Reuters legal reporter Jan Wolfe revealed Monday evening that two Republican Party operatives have been indicted after helping Russians donate to political campaigns in 2016.
The Justice Department revealed in a statement that Kentucky’s Jesse Benton and Florida’s Roy Douglas “Doug” Wead were “charged with one count of conspiracy to solicit and cause an illegal campaign contribution by a foreign national, effect a conduit contribution, and cause false records to be filed with the FEC, one count of contribution by a foreign national, one count of contribution in the name of another and three counts of making false entries in an official record.”
Benton was just pardoned by former President Donald Trump for a bribery scandal while working for Sen. Rand Paul (R-KY) in Iowa in 2012. In that scheme, Benton and colleague John Tate bribed state officials to change their endorsements to Paul for the Iowa Caucus.
After being pardoned for that, Benton is now being indicted again along with Wead for arranging for a Russian National who wanted to donate to a 2016 presidential campaign to be able to meet with the candidate.
“Benton reached out to individuals at Political Committee B, the national party committee for Political Candidate 1’s political party,” the indictment explains. “He then arranged for Foreign National 1 to attend a political fundraising event and get a photograph with Political Candidate 1, in exchange for a political contribution to Political Committee C, a joint fundraising committee comprised of the campaign committee for Political Candidate 1, Political Committee B, and related state committees. Foreign National 1 ultimately wired $100,000 to Company A, a political consulting firm owned by Benton.”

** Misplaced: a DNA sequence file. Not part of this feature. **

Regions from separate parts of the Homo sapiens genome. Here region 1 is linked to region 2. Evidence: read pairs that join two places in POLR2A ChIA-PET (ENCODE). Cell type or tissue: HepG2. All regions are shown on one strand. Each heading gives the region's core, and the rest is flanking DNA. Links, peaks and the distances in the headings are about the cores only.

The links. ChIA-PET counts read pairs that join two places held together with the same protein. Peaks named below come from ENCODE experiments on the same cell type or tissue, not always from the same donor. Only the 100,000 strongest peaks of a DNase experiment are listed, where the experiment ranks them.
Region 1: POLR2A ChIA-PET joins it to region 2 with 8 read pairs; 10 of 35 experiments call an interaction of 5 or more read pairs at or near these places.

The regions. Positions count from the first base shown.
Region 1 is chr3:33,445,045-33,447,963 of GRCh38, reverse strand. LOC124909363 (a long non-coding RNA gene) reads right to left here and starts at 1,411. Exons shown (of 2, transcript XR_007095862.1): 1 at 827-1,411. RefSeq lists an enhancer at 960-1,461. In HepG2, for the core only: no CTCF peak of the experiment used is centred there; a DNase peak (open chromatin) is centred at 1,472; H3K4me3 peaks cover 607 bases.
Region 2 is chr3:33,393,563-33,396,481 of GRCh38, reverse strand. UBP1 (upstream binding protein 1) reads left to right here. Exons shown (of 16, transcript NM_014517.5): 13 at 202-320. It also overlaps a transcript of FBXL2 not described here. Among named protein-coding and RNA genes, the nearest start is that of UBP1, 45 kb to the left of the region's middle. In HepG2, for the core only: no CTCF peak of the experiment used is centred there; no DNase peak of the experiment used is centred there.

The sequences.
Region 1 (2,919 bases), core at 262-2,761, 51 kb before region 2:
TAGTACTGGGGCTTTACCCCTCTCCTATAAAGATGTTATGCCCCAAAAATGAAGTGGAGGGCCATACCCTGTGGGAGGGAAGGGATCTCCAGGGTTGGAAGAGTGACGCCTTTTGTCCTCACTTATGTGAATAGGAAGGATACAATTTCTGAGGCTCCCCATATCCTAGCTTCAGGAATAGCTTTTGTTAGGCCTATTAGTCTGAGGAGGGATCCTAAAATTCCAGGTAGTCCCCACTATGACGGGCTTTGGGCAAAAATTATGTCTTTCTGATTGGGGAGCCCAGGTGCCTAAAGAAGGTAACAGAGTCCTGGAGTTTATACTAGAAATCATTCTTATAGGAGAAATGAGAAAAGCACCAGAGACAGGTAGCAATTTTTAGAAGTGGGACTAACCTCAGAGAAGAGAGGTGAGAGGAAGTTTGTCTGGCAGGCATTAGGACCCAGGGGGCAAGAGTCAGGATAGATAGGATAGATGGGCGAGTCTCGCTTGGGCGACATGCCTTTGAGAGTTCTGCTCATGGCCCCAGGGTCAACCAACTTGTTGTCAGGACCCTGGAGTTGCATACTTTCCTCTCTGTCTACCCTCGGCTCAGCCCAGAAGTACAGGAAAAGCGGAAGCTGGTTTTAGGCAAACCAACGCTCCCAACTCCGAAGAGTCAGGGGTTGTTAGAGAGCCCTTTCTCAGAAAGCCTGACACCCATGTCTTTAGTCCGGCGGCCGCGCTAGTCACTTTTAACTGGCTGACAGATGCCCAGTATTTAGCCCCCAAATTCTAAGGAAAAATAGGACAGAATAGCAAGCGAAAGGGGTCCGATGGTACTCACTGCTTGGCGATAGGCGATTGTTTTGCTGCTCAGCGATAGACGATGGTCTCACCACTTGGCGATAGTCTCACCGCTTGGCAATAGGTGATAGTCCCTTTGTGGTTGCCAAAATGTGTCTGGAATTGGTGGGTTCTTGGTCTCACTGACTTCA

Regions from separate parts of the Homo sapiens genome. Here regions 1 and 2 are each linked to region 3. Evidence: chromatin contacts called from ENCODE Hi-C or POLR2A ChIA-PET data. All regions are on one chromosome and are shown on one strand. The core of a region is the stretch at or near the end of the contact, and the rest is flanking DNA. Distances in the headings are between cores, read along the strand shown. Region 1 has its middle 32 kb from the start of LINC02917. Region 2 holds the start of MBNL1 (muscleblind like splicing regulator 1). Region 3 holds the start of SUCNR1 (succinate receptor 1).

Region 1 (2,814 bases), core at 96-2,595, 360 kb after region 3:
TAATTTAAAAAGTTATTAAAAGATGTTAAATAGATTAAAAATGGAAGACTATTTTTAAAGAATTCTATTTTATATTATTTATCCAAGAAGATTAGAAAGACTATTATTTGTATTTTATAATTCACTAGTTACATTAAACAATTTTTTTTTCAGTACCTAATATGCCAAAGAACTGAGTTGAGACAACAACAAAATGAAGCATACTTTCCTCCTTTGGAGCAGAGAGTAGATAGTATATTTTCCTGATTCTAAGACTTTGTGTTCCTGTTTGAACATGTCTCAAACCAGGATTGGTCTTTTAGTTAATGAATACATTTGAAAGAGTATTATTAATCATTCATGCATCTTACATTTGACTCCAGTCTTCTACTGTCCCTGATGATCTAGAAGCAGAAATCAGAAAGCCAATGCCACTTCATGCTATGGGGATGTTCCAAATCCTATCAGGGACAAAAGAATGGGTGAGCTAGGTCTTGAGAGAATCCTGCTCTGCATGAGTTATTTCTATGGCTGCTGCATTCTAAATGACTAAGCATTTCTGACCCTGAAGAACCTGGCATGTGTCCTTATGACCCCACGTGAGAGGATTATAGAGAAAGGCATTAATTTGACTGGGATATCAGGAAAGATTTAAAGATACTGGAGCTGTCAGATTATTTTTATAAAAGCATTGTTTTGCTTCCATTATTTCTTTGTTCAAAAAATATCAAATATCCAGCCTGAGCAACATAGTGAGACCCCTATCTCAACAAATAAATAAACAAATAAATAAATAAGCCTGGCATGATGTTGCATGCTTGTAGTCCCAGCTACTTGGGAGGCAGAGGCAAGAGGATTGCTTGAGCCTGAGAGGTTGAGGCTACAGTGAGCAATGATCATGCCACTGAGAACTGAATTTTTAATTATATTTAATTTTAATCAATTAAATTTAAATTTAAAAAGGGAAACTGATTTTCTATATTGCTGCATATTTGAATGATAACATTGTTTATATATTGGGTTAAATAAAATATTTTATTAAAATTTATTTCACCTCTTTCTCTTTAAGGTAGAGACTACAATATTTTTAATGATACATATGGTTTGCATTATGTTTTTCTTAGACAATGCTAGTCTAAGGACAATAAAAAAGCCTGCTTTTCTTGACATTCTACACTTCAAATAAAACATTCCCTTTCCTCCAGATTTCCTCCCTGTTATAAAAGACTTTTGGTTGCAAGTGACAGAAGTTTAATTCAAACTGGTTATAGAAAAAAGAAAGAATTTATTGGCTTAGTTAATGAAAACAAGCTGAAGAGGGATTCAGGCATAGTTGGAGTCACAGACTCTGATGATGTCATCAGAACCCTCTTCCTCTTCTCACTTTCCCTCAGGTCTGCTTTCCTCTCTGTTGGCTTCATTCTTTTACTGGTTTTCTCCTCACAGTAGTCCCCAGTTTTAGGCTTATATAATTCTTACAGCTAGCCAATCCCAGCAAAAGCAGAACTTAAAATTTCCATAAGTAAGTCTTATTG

He then tried to disguise the wire transfer by labeling it “consulting services” and crafted a “cover story.”
Wead went to the fundraiser with the foreign national Sept. 22, 2016 with a translator (Foreign National 2). They all three had their photos taken with the candidate.
“Following the event, Benton repeatedly represented to a consultant working for Political Committee B and Political Committee C that he had already sent the promised contribution for the event, but in actuality he delayed sending the contribution,” said the DOJ. “Benton ultimately filled out a contributor form, indicated that he was the contributor, and used a personal credit card to make a $25,000 contribution. Benton retained the remaining $75,000 of Foreign National 1’s money. Because Benton falsely claimed to have given the contribution himself, three different political committees unwittingly filed reports with the FEC that inaccurately reported Benton, rather than Foreign National 1, as the source of the funds.”
Read the full report at the DOJ.
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